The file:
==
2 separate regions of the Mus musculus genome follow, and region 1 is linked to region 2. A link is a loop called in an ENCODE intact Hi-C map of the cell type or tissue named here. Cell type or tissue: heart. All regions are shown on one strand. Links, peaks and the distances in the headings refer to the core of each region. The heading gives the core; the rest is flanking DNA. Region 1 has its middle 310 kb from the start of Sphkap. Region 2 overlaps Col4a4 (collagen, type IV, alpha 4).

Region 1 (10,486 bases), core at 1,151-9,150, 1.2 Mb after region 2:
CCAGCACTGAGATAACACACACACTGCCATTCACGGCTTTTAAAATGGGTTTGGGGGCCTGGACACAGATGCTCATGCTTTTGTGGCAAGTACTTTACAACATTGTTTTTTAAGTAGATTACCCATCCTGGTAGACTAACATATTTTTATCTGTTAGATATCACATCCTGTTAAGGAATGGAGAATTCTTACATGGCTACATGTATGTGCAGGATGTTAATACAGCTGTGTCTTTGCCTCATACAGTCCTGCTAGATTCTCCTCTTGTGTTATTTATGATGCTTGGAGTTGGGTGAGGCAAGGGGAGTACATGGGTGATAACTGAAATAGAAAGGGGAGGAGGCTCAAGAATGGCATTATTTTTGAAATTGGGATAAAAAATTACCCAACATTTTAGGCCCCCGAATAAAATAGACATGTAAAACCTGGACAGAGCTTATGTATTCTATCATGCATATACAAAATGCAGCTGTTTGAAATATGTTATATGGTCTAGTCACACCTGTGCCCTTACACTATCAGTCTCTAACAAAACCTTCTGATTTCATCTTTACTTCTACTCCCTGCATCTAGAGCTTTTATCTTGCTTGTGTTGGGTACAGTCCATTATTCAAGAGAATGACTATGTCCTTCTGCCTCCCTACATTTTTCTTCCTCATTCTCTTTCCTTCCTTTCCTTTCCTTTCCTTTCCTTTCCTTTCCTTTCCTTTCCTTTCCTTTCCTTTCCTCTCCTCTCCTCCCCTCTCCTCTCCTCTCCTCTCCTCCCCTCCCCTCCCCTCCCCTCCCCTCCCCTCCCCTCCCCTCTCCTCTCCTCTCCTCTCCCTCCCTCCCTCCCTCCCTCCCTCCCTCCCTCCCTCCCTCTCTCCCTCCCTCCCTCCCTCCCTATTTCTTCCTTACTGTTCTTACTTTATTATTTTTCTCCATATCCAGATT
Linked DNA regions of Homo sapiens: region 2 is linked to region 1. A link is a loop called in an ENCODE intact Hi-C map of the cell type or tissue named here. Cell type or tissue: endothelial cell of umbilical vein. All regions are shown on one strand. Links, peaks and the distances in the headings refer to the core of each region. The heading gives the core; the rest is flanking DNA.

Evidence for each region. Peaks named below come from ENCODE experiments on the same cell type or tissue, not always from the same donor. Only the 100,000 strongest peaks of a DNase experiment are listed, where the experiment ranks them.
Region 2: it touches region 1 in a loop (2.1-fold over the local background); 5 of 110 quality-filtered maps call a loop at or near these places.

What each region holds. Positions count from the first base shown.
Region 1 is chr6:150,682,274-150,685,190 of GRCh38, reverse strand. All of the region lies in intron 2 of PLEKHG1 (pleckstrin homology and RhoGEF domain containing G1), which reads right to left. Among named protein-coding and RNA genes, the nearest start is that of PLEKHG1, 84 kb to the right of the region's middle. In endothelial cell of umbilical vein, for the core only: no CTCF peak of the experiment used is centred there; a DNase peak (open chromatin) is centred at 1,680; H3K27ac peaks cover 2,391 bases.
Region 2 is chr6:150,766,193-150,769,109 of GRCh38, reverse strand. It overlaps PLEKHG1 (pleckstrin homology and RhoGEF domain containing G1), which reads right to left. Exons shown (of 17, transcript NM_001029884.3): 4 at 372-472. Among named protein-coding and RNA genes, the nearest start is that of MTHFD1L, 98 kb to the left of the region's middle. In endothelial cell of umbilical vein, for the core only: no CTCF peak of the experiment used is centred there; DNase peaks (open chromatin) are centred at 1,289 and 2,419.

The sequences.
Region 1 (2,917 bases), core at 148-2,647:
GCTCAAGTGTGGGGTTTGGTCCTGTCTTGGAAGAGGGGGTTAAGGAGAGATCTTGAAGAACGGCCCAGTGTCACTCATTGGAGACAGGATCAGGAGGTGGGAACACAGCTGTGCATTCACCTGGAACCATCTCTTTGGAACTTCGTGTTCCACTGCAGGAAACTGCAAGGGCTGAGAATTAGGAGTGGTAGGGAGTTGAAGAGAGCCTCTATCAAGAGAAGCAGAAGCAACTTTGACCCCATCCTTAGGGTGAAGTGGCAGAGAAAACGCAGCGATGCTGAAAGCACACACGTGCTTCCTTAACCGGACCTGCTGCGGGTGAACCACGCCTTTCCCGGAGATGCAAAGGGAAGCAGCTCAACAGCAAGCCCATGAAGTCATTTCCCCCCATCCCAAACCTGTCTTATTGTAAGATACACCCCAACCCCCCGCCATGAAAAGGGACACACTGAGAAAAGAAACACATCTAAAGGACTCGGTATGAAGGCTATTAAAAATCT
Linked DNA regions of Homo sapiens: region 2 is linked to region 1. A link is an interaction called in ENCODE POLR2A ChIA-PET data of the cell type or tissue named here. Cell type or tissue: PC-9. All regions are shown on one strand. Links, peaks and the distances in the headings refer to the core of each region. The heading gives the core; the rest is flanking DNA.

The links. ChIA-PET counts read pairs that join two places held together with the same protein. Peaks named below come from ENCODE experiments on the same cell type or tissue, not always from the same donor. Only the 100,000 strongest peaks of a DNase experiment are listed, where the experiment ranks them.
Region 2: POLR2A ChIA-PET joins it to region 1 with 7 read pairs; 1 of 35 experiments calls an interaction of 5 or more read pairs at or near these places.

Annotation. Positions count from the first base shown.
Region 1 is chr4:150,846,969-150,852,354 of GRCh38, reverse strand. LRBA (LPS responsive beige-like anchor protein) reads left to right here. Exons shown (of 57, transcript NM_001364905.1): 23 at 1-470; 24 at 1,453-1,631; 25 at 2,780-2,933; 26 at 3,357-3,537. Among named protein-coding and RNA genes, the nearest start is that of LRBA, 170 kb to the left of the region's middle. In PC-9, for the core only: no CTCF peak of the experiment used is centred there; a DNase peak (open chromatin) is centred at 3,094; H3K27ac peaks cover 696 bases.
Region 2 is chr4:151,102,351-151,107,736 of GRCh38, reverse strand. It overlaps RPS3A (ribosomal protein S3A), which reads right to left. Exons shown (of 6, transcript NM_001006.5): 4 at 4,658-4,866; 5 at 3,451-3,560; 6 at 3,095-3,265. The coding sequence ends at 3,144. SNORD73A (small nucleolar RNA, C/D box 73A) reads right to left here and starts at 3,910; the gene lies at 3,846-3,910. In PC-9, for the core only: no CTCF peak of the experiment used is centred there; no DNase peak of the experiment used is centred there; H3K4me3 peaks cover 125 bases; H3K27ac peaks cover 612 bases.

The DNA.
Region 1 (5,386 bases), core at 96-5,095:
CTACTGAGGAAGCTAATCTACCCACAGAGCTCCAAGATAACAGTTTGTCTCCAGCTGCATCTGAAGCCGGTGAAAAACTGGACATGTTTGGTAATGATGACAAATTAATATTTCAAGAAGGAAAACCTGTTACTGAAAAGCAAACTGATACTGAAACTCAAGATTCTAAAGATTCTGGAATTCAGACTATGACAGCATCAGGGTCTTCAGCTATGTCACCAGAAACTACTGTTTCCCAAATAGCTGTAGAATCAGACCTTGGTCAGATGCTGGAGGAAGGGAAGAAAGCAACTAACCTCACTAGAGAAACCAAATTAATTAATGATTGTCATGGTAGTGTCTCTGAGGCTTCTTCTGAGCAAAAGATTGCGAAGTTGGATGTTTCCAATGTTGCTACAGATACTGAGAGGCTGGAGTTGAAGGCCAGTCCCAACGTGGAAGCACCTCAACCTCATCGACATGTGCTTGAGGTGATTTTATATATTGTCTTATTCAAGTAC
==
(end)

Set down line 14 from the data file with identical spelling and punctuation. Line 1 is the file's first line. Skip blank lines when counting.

The links. ChIA-PET counts read pairs that join two places held together with the same protein. Peaks named below come from ENCODE experiments on the same cell type or tissue, not always from the same donor. Only the 100,000 strongest peaks of a DNase experiment are listed, where the experiment ranks them.